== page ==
Sen. Elizabeth WarrenElizabeth WarrenFederal Reserve officials' stock trading sparks ethics review Manchin keeps Washington guessing on what he wants Warren, Daines introduce bill honoring 13 killed in Kabul attack MORE (D-Mass.) in a letter on Wednesday called on the heads of financial regulatory bodies to provide information on reports that automated lending algorithms may produce discriminatory outcomes.
In the letter, Warren referenced a recently published analysis that found financial technology (fintech) companies’ algorithmic models may lead to discriminatory outcomes or overcharges to borrowers.
Warren submitted the letter to the heads of the Federal Reserve, the Office of the Comptroller of the Currency, the Federal Deposit Insurance Corporation and the Consumer Financial Protection Bureau.
"While some FinTech products have the potential to expand access to financial services for underserved populations, we believe these new business models and products also present new challenges for regulators," Warren wrote.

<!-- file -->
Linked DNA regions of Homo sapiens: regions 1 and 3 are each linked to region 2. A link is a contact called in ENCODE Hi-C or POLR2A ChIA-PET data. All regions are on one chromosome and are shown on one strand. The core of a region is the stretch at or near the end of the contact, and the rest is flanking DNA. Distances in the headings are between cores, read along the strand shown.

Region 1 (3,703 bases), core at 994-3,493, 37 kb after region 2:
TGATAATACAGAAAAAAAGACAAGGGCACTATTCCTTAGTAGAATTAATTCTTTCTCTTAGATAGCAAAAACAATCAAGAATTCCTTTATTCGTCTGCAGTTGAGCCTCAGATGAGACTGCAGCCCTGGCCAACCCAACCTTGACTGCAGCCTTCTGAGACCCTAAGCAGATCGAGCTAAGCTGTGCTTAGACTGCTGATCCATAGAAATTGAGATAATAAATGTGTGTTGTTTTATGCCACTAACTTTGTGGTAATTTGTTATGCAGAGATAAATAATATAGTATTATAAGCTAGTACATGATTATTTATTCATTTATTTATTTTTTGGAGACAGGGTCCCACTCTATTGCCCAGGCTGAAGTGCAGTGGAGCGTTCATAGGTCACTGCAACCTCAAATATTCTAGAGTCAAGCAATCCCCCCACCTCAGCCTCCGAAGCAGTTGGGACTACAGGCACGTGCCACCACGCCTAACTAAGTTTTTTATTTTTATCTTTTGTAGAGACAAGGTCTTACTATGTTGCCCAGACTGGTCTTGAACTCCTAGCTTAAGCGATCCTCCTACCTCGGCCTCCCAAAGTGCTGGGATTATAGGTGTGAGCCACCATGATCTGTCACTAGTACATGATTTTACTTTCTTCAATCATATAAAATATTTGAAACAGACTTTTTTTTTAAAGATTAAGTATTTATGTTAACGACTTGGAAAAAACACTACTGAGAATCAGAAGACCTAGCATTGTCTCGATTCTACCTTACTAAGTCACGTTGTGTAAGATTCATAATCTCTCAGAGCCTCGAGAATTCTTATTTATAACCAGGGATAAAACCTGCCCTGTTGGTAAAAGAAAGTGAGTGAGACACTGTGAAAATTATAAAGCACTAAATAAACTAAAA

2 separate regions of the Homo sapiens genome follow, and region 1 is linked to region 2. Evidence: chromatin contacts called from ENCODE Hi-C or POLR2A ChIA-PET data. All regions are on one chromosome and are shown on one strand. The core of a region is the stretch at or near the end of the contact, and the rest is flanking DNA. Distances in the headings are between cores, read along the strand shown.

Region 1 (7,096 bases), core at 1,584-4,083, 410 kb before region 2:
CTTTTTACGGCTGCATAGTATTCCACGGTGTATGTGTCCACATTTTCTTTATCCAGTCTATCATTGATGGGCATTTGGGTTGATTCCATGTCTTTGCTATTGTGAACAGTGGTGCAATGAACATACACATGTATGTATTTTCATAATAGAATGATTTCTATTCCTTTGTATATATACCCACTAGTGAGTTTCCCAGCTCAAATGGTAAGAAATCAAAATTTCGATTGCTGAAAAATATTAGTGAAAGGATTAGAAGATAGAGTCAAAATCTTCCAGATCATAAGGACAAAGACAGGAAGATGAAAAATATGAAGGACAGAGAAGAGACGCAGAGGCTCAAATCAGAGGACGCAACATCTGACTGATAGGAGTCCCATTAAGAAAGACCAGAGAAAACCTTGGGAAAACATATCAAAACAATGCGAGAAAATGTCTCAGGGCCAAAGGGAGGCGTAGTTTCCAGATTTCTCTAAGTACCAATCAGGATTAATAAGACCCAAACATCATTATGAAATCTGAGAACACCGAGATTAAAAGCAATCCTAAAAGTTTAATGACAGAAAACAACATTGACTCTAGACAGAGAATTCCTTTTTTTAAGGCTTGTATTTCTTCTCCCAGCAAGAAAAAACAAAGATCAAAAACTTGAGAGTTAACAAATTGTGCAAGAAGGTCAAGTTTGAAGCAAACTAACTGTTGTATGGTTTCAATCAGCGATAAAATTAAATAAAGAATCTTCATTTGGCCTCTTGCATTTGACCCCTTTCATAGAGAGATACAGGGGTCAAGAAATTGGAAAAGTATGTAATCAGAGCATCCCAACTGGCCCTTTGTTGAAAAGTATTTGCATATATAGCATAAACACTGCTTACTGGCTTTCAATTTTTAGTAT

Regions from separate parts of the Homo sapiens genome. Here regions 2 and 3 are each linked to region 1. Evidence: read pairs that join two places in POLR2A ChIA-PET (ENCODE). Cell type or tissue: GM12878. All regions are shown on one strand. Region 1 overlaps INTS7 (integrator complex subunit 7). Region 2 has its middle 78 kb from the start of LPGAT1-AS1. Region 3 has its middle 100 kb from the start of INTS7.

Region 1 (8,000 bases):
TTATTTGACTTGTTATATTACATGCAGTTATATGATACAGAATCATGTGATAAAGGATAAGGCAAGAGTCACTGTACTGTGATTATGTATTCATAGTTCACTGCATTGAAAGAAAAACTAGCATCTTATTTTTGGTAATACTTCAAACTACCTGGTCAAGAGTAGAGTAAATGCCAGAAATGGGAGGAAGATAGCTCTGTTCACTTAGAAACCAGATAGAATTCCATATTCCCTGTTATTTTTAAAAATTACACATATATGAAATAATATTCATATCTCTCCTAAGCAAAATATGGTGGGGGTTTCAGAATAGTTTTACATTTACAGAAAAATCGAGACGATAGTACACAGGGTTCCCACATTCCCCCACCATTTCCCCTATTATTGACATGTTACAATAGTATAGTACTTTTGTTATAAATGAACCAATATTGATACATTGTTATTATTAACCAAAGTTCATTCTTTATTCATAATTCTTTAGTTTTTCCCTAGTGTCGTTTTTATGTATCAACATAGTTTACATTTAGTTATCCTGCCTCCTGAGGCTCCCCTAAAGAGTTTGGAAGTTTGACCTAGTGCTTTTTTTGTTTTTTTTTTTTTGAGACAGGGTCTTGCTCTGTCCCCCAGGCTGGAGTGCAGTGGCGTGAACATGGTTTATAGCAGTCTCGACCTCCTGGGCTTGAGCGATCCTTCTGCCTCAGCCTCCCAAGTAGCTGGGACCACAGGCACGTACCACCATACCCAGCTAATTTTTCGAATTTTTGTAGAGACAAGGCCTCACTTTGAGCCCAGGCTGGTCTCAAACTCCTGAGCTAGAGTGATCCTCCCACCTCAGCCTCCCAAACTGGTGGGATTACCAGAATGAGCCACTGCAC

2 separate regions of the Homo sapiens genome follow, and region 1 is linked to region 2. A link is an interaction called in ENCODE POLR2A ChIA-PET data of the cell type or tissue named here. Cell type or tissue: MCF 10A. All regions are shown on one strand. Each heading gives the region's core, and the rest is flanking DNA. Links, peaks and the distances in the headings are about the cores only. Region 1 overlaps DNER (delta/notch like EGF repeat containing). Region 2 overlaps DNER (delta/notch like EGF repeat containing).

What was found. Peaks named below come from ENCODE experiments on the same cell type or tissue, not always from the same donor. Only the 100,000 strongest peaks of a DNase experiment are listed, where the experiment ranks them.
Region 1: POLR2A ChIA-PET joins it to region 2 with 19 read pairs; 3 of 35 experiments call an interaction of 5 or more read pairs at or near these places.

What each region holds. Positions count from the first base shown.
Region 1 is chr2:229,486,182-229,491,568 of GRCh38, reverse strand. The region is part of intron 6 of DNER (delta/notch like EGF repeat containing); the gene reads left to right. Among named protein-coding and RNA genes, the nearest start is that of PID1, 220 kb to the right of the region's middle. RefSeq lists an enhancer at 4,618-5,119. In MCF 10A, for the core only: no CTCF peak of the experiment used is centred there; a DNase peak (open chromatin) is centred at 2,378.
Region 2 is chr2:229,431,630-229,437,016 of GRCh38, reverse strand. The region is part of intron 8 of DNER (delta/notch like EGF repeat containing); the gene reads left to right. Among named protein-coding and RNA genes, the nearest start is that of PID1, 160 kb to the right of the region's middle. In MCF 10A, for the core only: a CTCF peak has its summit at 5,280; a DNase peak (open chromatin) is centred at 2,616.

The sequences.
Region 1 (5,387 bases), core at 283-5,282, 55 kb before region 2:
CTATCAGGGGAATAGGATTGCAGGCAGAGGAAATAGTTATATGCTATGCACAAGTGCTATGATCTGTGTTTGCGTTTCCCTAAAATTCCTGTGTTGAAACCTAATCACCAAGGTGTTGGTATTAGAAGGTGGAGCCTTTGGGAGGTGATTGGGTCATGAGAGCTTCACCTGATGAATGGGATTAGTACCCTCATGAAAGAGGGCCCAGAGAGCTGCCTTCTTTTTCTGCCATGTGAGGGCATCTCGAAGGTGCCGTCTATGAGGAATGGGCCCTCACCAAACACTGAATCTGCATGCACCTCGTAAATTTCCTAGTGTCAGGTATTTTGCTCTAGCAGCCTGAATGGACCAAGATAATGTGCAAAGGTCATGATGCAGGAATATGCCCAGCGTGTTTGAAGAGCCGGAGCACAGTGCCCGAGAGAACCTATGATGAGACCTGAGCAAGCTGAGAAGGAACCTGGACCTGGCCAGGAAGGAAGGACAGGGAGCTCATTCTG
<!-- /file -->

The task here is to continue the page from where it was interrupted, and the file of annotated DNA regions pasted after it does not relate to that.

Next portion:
"Recent research highlights this tension, demonstrating both the opportunity of algorithmic underwriting's potential to reduce discrimination, while also emphasizing the technologies' current shortcomings," she added.
For example, Warren noted, the analysis found that both face-to-face and fintech lenders charge African American and Latino borrowers interest rates that are six to nine basis points higher than those they charge white or Asian borrowers with similar finances.
Similar disparities are found in traditional underwriting, Warren said.
"In other words, the algorithms used by FinTech lenders are as discriminatory as loan officers," Warren wrote. "Berkeley researchers estimate that lending discrimination results in Latinx and African American borrowers 'paying $250-500M per year in extra mortgage interest.'"
Warren called on the officials to provide information on their agencies’ efforts to combat lending discrimination by lenders who use algorithms and to clarify their agencies’ respective responsibilities for oversight of fair lending laws.
The letter also questioned the agency heads on whether they have conducted analyses of their own on the impact of fintech algorithms on minority borrowers and, if not, whether they plan to conduct them in the future.